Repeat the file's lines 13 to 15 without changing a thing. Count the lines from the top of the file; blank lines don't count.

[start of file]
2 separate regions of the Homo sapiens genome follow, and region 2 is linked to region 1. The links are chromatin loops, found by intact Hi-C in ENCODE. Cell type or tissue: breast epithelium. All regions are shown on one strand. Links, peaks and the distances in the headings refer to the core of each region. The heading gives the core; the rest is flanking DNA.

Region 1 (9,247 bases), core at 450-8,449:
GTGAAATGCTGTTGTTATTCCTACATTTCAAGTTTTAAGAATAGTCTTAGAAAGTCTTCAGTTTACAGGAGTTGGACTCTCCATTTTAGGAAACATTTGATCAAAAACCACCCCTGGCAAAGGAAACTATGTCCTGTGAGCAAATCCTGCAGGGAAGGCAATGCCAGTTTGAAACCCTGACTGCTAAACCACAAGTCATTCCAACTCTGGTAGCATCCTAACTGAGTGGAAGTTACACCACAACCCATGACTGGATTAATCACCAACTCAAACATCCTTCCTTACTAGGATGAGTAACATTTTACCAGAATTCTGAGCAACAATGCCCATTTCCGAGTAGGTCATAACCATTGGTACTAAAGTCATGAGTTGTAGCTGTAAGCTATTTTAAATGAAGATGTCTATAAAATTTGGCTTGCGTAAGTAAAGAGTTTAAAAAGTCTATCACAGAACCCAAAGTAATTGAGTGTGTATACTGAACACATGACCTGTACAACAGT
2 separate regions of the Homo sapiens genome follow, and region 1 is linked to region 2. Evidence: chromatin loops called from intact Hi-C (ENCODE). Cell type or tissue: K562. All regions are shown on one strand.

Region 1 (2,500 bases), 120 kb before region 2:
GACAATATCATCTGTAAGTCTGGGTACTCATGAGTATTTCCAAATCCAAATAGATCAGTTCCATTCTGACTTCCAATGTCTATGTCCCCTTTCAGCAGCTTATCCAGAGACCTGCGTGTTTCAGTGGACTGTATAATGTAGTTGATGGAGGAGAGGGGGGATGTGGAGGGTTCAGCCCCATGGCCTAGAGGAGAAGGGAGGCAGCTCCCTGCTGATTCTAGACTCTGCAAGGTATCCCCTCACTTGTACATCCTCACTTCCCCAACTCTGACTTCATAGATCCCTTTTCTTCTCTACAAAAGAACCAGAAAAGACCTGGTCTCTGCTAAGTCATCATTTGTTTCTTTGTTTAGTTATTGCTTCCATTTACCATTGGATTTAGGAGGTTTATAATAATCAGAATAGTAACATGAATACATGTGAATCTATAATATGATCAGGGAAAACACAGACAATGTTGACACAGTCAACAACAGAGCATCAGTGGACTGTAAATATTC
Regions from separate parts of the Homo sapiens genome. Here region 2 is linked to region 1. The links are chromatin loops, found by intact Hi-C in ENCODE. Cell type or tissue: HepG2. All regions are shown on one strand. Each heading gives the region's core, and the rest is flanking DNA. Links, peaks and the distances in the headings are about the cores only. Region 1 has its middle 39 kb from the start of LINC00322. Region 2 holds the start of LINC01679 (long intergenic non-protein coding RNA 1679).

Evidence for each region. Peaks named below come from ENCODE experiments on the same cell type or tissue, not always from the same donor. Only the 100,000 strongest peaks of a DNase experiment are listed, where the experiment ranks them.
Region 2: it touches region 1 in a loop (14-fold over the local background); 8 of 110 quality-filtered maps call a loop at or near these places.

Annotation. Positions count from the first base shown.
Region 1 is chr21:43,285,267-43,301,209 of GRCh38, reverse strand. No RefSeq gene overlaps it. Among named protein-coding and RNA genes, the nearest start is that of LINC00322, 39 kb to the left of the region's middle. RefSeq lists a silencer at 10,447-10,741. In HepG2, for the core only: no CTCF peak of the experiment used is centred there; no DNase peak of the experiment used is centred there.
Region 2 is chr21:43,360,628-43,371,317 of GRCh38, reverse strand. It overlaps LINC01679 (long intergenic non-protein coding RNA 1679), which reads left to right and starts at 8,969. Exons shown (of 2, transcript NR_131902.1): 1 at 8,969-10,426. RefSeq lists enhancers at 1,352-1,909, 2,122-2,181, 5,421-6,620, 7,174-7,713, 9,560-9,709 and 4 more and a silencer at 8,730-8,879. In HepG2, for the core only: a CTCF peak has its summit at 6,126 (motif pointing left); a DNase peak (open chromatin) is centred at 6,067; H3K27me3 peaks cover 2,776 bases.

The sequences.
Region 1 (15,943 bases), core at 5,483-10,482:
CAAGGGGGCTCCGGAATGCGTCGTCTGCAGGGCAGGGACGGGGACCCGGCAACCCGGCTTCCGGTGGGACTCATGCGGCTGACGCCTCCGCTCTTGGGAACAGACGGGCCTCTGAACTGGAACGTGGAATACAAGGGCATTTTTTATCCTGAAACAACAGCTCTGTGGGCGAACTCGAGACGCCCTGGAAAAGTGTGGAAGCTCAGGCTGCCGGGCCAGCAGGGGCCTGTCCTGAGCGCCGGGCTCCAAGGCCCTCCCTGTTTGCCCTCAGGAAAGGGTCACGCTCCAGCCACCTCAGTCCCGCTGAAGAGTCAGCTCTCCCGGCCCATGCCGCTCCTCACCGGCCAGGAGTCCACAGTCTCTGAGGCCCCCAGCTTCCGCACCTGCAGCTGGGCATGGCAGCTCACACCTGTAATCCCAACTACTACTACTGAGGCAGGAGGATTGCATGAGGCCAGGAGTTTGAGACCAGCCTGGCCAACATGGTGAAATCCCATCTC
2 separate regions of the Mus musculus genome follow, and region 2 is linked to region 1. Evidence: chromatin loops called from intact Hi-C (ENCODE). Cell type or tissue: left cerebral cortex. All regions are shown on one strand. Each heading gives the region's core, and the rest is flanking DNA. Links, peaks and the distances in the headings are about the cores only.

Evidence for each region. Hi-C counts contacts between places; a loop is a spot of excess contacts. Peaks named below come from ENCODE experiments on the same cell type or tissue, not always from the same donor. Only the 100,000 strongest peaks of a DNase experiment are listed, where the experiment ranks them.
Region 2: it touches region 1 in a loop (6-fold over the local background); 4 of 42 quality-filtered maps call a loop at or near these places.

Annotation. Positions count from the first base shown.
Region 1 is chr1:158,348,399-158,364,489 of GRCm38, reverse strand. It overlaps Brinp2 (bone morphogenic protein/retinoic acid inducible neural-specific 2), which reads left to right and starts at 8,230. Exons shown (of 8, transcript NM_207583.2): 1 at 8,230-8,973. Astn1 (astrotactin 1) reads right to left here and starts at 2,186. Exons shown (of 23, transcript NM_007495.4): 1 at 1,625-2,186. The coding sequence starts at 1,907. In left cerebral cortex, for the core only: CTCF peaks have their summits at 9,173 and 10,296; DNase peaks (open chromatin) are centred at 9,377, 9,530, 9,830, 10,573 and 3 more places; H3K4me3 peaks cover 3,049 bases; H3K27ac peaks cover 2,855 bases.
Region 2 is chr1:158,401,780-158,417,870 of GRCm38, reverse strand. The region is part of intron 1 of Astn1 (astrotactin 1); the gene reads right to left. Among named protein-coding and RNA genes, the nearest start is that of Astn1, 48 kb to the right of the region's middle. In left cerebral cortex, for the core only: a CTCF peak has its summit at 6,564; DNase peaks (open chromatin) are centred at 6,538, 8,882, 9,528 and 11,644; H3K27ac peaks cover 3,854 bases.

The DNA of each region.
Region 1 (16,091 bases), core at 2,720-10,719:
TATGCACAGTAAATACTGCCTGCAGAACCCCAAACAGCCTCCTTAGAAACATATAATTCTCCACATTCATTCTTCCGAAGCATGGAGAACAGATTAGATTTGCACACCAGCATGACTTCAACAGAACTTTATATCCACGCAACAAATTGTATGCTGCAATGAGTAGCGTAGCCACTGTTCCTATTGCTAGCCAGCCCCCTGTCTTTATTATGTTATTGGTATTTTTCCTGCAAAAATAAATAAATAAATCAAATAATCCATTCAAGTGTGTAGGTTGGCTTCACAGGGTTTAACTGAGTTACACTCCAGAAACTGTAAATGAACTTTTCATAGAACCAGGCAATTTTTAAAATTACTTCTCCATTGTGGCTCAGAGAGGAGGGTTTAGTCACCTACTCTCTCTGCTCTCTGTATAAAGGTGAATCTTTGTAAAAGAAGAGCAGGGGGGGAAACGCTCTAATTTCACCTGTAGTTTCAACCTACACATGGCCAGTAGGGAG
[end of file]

The sequences.
Region 1 (15,943 bases), core at 5,483-10,482:
CAAGGGGGCTCCGGAATGCGTCGTCTGCAGGGCAGGGACGGGGACCCGGCAACCCGGCTTCCGGTGGGACTCATGCGGCTGACGCCTCCGCTCTTGGGAACAGACGGGCCTCTGAACTGGAACGTGGAATACAAGGGCATTTTTTATCCTGAAACAACAGCTCTGTGGGCGAACTCGAGACGCCCTGGAAAAGTGTGGAAGCTCAGGCTGCCGGGCCAGCAGGGGCCTGTCCTGAGCGCCGGGCTCCAAGGCCCTCCCTGTTTGCCCTCAGGAAAGGGTCACGCTCCAGCCACCTCAGTCCCGCTGAAGAGTCAGCTCTCCCGGCCCATGCCGCTCCTCACCGGCCAGGAGTCCACAGTCTCTGAGGCCCCCAGCTTCCGCACCTGCAGCTGGGCATGGCAGCTCACACCTGTAATCCCAACTACTACTACTGAGGCAGGAGGATTGCATGAGGCCAGGAGTTTGAGACCAGCCTGGCCAACATGGTGAAATCCCATCTC